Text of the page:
John Bolton (search), the State Department's top international security official, will leave the post in the second Bush administration and be replaced by an arms control specialist at the National Security Council (search), a senior U.S. official said Friday.

Bolton, who promoted programs to slow the spread of sophisticated weapons technology around the world, has served as undersecretary of state for arms control and international security in the four years of the first Bush administration.

A tough-minded Yale-educated lawyer, Bolton has been outspoken in warning of the proliferation of nuclear technology and programs to develop weapons of mass destruction in North Korea, Iran and elsewhere around the globe.

He took such a vehement stand against North Korea that the Pyongyang government refused to accept him as a member of the U.S. delegation in talks designed to halt North Korea's nuclear program.

Those negotiations have stalemated and no further rounds have been scheduled.

Jack Pritchard, who dealt with North Korea before leaving the State Department in 2003, said Bolton "played a disruptive role" in the implementation of President Bush's policy toward North Korea.

"He has undermined Secretary of State Powell's leadership and relationship with the president in the development of an effective policy toward North Korea," Pritchard said in an interview.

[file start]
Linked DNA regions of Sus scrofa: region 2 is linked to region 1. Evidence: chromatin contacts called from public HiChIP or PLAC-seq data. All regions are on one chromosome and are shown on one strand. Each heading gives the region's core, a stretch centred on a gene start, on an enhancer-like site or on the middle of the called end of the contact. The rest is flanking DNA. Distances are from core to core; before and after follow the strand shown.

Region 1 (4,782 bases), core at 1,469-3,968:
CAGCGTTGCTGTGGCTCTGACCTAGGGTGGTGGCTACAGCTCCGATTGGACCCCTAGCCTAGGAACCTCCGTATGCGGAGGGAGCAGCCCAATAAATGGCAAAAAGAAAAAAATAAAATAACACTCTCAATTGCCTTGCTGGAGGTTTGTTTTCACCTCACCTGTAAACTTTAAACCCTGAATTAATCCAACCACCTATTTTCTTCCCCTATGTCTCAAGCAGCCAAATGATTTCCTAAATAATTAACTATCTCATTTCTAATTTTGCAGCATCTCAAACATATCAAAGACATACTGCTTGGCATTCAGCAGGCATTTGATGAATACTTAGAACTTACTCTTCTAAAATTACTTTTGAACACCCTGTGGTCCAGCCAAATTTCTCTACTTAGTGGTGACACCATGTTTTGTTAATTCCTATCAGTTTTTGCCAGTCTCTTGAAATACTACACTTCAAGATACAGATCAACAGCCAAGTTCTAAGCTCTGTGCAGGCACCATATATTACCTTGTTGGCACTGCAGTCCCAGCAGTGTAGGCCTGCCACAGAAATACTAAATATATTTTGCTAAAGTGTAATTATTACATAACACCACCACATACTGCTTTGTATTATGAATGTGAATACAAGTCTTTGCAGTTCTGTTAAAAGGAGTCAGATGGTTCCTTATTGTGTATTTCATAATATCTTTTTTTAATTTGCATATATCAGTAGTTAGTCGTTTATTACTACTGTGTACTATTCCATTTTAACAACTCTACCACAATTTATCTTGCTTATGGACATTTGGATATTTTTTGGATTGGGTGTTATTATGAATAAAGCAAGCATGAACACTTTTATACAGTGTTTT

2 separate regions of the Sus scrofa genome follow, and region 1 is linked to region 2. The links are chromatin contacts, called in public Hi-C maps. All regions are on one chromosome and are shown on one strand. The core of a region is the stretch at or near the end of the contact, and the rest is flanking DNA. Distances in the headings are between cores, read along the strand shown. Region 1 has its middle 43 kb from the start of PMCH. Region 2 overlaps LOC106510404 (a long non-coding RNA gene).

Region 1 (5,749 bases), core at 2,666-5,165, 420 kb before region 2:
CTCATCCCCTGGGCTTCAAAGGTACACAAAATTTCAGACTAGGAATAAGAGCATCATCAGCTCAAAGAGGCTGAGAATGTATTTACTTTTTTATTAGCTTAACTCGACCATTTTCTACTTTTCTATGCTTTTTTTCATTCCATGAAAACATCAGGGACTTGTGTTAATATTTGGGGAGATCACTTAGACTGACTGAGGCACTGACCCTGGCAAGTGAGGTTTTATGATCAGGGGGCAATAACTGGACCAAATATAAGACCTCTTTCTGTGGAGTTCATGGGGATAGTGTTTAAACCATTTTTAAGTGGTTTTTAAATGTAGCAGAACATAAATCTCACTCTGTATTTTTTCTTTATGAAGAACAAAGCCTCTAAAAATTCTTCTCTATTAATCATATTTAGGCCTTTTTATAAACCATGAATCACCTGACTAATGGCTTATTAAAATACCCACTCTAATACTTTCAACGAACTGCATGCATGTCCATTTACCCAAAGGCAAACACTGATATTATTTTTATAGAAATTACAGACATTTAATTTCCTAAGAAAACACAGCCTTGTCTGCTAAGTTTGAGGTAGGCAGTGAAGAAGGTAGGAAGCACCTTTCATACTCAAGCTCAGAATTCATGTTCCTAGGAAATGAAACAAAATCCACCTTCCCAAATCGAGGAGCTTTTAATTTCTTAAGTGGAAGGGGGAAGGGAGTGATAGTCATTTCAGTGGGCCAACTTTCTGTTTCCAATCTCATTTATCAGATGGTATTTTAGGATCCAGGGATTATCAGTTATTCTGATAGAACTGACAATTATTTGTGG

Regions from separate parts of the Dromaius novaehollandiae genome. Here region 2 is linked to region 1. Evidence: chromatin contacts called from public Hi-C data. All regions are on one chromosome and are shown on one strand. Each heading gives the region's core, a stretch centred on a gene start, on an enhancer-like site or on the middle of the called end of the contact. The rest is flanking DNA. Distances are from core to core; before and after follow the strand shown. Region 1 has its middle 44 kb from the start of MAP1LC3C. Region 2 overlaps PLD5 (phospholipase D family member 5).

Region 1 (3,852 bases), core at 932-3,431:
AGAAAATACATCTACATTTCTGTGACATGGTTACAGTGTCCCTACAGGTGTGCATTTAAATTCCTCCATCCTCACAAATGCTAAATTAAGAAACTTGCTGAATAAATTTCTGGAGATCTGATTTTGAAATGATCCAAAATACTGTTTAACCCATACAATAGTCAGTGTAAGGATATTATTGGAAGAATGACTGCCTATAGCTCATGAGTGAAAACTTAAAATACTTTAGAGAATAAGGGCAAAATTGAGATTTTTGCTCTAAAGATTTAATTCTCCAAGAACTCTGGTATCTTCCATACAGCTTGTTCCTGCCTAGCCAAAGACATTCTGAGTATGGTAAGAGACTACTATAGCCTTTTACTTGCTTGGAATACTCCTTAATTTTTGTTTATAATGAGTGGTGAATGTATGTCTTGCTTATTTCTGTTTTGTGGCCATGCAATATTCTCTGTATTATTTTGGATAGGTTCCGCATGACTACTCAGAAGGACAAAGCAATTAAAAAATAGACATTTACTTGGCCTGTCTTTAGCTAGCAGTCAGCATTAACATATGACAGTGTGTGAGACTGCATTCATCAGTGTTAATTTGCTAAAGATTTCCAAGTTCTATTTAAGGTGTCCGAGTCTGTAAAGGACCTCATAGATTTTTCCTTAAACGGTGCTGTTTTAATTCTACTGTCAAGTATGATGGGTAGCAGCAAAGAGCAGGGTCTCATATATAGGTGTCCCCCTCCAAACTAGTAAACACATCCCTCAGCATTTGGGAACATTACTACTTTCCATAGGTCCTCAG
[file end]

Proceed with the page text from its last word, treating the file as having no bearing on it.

Also, Pritchard said, Bolton's public attacks on North Korean leader Kim Jong Il (search), while largely accurate, conveyed a tone contrary to the desires and direction of U.S. policy.

Balbina Hwang, of the conservative thinktank Heritage Foundation, said Bolton's outspoken criticism of North Korea was appropriate because it undercut the notion that the United States was trying to woo Pyongyang into multilateral discussions on dismantling its nuclear weapons.

"North Korea has to come to the bargaining table because they feel pressured to do so, not because they were enticed to do so or feel that they will be rewarded," she said.

North Korea did not take kindly to Bolton's broadsides, once calling him "human scum."

Bolton's replacement would be Robert G. Joseph (search), who worked closely with Condoleezza Rice (search), Bush's choice to take over as secretary of state, on proliferation policy, said the U.S. official who disclosed the pending appointment on condition of anonymity.

Joseph served in the administration of President George H.W. Bush, specializing on anti-ballistic missiles and arms talks with Moscow, and at the Pentagon in the Reagan administration. He has taught at Carleton College and the Fletcher School of Law and Diplomacy, and was educated at Chicago and Columbia universities.

Efforts to reach Bolton were unsuccessful. There was no word on whether he would be offered another post.

Meanwhile, an administration official said that Nicholas Burns, U.S. ambassador to NATO, is slated for the State Department's third-ranking position, under secretary for political affairs.

Burns, a career diplomat, has served as ambassador to Greece and as spokesman for former secretaries of state Warren Christopher and Madeleine Albright.